Sunday, August 14, 2005

Blogs and military misadventures are an odd mix. That said, Wired magazine, in its latest issue (August 2005, 13.08) has an article out, entitled "The Blogs of War", that talks about very courageous bloggers on the front-lines of the war in Iraq. (Well, wherever they have access to a computer and have the time.) And, as well, how this whole phenomenon is interacting with the Pentagon and its attempted censorship regime.

In the article, written by John Hockenberry, we hear of "an oddball online Greek chorus narrating the conflict in Iraq," whose "core group" consists "of about 100 regulars and hundreds more loosely organized activists, angry contrarians, jolly testosterone fuckups, self-appointed pundits, and would-be poets" in the milblogosphere that the Iraq war has created. The 'milbloggers', Hockenberry writes, "offer an unprecedented real-time real-life window on war and the people who wage it," and "constitute a rich subculture with a refreshing candor about the war, expressing views ranging from far right to far left." (It's good that it's a full spectrum.) But, though "the Pentagon officially tolerates this free-form online journalism and in-house peanut gallery," some measures are underway to filter out (i.e. censor), say, "casualty information".

"A new policy instituted this spring requires all military bloggers inside Iraq to register with their units," which seems reminiscent of the 'pooling' method by which media units were assigned to combat units during the first Iraq war. From Camp Falcon, stationed "in southern Baghdad", Cpt. Danjel Bout blogs to 365 and a Wakeup, which Hockenberry describes as "one of the most genuine accounts anywhere of what life is like for a soldier in Iraq." While the Pentagon appears ineffectual in its attempts to control the flow of information from soldiers writing from the battlefield, there has been at least one major instance of military censorship.

Just ask Michael Cohen. He was "a major and doctor with the 67th Combat Support Hospital based in Mosul," and his blog - 67cshdocs - "touched a nerve at the Pentagon late last year" when he recounted the medical response to the grisly attack against the mess hall tent there in December. Dr. Cohen was told by "'some people in the chain of command,'" as he tells it, that the details given on his blog "violate Army regulations," to which Cohen expressed shock. The Pentagon has shut it down, and so "Cohen stopped blogging" and is now "in Germany" (presumably at Ramstein AFB). However, you can still access his blog; the Internet Archive crawl has more-or-less all of it there.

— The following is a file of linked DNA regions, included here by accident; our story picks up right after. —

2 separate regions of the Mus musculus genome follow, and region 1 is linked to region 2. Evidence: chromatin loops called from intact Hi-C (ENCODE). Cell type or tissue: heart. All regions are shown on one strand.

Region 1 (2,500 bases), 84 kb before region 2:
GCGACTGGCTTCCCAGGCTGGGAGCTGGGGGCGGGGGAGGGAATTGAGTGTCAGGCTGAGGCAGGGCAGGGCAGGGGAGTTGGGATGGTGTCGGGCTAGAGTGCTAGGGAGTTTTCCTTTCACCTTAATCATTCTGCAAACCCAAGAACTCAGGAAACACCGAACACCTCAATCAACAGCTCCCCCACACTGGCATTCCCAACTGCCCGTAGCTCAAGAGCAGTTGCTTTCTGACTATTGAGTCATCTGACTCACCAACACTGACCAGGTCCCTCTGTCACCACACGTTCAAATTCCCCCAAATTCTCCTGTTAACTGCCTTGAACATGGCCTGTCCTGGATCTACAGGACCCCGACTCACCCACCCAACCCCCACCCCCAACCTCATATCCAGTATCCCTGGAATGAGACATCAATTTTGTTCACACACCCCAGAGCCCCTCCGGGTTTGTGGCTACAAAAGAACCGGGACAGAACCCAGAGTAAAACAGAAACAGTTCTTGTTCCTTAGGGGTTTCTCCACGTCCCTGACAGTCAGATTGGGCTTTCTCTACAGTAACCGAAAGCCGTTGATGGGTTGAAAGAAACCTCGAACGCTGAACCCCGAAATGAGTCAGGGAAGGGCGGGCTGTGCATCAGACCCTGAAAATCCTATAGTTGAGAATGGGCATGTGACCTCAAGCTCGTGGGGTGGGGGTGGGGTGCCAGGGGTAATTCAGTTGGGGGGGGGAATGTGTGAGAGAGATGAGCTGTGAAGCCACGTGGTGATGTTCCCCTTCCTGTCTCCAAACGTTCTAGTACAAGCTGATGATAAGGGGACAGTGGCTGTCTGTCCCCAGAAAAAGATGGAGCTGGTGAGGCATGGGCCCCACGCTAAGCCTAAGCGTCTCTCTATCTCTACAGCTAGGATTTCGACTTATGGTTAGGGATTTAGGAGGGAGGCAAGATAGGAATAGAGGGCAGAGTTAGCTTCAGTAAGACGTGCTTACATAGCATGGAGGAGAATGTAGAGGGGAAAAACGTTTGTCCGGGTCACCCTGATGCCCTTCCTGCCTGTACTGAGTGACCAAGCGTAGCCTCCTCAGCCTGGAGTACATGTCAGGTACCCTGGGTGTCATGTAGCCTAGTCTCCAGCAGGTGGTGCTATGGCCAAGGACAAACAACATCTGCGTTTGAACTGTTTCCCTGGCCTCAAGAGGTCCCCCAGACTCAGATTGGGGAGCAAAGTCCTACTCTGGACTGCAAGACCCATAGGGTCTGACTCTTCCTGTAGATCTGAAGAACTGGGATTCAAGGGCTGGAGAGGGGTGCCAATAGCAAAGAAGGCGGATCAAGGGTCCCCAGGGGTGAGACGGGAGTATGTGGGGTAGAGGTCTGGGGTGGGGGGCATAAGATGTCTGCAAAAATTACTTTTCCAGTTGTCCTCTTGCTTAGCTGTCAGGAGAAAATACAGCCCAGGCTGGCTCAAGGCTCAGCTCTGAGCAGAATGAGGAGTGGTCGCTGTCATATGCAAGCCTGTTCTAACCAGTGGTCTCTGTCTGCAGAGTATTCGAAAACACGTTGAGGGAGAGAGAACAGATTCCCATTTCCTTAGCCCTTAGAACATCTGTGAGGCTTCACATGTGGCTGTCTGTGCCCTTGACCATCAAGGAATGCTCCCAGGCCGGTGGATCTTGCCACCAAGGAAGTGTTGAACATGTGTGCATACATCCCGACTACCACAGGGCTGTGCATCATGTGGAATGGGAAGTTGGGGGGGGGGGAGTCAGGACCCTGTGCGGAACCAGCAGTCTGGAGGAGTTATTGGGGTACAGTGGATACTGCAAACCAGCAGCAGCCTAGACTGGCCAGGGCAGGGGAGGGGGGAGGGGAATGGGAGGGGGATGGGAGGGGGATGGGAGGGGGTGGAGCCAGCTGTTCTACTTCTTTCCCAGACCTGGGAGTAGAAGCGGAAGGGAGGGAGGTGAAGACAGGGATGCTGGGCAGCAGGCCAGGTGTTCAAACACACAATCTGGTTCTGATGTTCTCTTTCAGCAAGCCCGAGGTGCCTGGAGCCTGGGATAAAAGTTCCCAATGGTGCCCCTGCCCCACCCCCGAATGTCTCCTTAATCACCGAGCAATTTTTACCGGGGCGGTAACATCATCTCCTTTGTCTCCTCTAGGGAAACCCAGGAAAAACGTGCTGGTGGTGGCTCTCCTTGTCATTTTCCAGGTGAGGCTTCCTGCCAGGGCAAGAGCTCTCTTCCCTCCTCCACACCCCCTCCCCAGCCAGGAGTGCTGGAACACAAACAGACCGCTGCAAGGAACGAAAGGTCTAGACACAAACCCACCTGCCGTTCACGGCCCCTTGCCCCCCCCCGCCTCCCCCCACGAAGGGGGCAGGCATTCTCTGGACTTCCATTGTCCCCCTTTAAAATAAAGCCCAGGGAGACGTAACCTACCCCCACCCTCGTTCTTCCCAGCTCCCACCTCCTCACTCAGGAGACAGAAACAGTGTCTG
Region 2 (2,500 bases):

Another target was "Army reservist Jason Hartley's popular and notoriously irreverent blog," Just Another Soldier. (Although it's been officially 'shut down', for some reason it's still online - well, another victory for democracy.) Hartley, who wrote on June 27, 2004, of coming across a Shi'a mosque that been blown up (concluding, "The Iraqis are as busy being assholes to each other as they are to us"), blogs no longer. He wrote: "Being a soldier is to live in a world of shit. From the pogues who cook my food and do my laundry to the Apache pilots and the Green Berets who do all the Hollywood stuff, our lives are in a constant state of suck." Meanwhile, the Pentagon's policy is "that blogs should not reveal any casualty information that could upset next of kin or any details that might jeopardize operational security." (Emphasis added) Hartley, though, was defiant, and continued "blogging a few months" after the Pentagon ordered his blog shut down. He was "demoted from sergeant to specialist," and since "returned to civilian life, though he's still in the reserves," with a memoir due to be published in September.

The milblogs that appear to rank highest are CBFTW's My War: Killing Time In Iraq, Sgt. Missick's A Line In The Sand, The Mudville Gazette, 1st Lt. Neil Prakash's Armor Geddon, Blackfive and 2Slick's Forum. I, for one, recommend reading them, and taking stock of the fact that, otherwise, that is if not for soldiers' blogs, the only journalists anywhere near the combat zone would be confined to the Green Zone, embedded at Camp Victory and surrounded by Bremer walls.

No comments: